There are just a few things in the negative column that keep it from true greatness. Its dealings with the actual social situation are sparse, and short of one brief shot of a picket line and repeated shots of unlabelled canned goods there’s no real sense of the miners’ struggle. It does occasionally fall into caricature (there’s a scene in a gay club that feels like a school disco) and it’s strangely neutered: when Eastenders managed a gay kiss only a few years after the time period portrayed here, public displays of affection from anyone, regardless of sexuality, are remarkably sparse. The direction would be flabby for a TV movie, never mind a cinema release, the nominal baddies are so poorly painted they each out to have moustaches to twirl and while the overall arc is well played some of the smaller character arcs, such as those of Andrew Scott and George Mackay, feel terribly rushed and the film ends up churning through them in rather ungainly fashion in the last half hour. There’s still a slight feeling that for a film promoting integration and acceptance, a good proportion of the characters haven’t learned that lesson by the end. And finally, the outcome seems more concerned with the socio-political ramifications of events than the characters themselves, which is at odds with a film that has so overburdened itself with characters that it doesn’t have time to consider those social aspects during the film, leaving a muddied feel.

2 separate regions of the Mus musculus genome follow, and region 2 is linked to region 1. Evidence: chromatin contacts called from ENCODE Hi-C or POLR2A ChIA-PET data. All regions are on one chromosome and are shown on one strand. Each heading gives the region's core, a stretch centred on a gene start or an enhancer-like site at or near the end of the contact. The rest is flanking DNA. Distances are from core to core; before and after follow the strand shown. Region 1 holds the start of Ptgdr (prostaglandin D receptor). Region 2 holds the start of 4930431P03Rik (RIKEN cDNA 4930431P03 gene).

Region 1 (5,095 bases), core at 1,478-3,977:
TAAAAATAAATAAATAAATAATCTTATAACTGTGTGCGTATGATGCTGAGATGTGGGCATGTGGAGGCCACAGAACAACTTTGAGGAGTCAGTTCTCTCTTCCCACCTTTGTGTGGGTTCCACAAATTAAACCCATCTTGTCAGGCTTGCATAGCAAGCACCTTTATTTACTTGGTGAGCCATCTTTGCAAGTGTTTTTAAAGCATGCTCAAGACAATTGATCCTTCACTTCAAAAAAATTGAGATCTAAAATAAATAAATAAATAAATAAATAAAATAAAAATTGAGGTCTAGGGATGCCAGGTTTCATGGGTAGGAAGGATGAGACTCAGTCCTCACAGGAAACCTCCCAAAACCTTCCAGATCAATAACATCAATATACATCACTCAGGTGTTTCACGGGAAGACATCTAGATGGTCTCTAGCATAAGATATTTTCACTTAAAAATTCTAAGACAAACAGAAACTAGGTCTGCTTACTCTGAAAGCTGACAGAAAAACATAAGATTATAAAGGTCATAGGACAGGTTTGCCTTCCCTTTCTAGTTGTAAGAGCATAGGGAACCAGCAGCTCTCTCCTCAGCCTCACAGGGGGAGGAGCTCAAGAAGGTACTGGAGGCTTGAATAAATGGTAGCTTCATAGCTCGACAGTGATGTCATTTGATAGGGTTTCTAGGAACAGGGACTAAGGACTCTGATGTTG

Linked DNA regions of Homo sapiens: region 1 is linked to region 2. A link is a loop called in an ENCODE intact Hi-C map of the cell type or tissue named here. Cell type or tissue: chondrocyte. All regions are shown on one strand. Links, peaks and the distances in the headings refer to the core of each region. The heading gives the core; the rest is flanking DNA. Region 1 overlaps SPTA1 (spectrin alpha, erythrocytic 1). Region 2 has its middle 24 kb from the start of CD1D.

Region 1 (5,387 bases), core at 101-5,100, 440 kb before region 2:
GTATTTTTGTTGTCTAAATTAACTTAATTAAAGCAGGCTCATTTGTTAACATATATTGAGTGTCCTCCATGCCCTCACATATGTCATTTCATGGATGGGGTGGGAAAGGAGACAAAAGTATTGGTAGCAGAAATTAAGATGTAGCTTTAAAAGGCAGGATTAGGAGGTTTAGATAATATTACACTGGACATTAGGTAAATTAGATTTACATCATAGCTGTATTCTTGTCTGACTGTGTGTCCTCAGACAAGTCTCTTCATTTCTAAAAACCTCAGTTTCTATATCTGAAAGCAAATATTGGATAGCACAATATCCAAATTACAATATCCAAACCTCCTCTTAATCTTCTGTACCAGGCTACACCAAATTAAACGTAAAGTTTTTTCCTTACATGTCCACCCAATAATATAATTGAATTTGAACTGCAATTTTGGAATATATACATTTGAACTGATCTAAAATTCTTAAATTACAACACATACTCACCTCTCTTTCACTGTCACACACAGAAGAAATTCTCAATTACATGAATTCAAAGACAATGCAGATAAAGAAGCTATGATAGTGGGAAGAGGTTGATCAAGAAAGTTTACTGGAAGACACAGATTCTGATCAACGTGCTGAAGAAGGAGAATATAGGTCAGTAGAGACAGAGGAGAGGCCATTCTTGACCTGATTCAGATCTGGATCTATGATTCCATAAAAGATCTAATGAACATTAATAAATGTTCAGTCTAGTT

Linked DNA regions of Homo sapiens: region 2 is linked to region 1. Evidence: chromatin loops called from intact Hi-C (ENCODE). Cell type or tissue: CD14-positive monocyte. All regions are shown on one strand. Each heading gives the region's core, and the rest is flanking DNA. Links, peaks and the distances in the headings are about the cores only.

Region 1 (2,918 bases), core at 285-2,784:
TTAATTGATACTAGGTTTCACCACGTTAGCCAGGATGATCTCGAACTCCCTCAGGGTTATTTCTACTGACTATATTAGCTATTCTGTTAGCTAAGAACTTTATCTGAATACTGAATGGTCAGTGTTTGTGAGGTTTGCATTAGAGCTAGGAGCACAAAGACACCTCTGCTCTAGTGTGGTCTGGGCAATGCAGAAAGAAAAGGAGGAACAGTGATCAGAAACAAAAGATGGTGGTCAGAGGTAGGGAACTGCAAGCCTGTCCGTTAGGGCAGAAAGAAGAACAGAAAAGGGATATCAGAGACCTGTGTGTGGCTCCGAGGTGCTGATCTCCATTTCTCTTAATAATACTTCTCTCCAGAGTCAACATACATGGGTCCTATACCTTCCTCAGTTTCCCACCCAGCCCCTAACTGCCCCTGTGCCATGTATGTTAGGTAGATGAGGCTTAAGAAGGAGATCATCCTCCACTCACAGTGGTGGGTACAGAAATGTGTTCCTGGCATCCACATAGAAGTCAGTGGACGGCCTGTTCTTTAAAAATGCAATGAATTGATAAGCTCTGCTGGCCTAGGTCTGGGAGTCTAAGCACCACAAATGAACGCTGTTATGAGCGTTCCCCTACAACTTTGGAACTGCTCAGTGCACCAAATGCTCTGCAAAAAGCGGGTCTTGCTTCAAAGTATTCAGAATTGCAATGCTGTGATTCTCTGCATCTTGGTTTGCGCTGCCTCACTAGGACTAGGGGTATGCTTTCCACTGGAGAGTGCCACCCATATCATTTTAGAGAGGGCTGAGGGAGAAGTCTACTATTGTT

Overall you have to consider Pride for its heart, and put aside somewhat the issues with its soul and its brain. It’s a film that may work better for those of an age that can remember living through the era and can fill in the gaps and make the necessary social adjustments. One thing is also clear: I’m neither gay nor a miner, so this film isn’t empowering any social class I fall into, and I’ve no doubt that the positivity of the message and the straightforwardness of many of the characters will be both appealing and empowering to many, and that’s fine. I just can’t help but feel that the final product had been assembled with slightly more care and attention.
The Score: 7/10
Thanks to a diary clash, I’d seen Son Of Cain on a screener and then seen Pride in the cinema. I was then interviewing the director of Son Of Cain, Jesus Monllao, for Take One and so dashed to the last ten minutes of that film to catch them on the big screen. Imagine my delight when I discovered that the director was a keen fan of the cinema and only seeing films in it (in case you missed it, that’s the entire point of this blog), and my embarrassment when I had to confess I’d only seen ten minutes of his film in the actual cinema.
He was just as great as all my other subjects had been, and after a solid half hour Q & A with the audience, I got my interview with him and also with the film’s composer, Ethan Maltby, which I only called to a halt when guilt around the director’s sleeping children on the sofa next to us got the better of me. I did have a host of other question I’d love to ask, so if you ever read this Jesus, and still aren’t too offended by me missing most of your film in the cinema, do get in touch. 🙂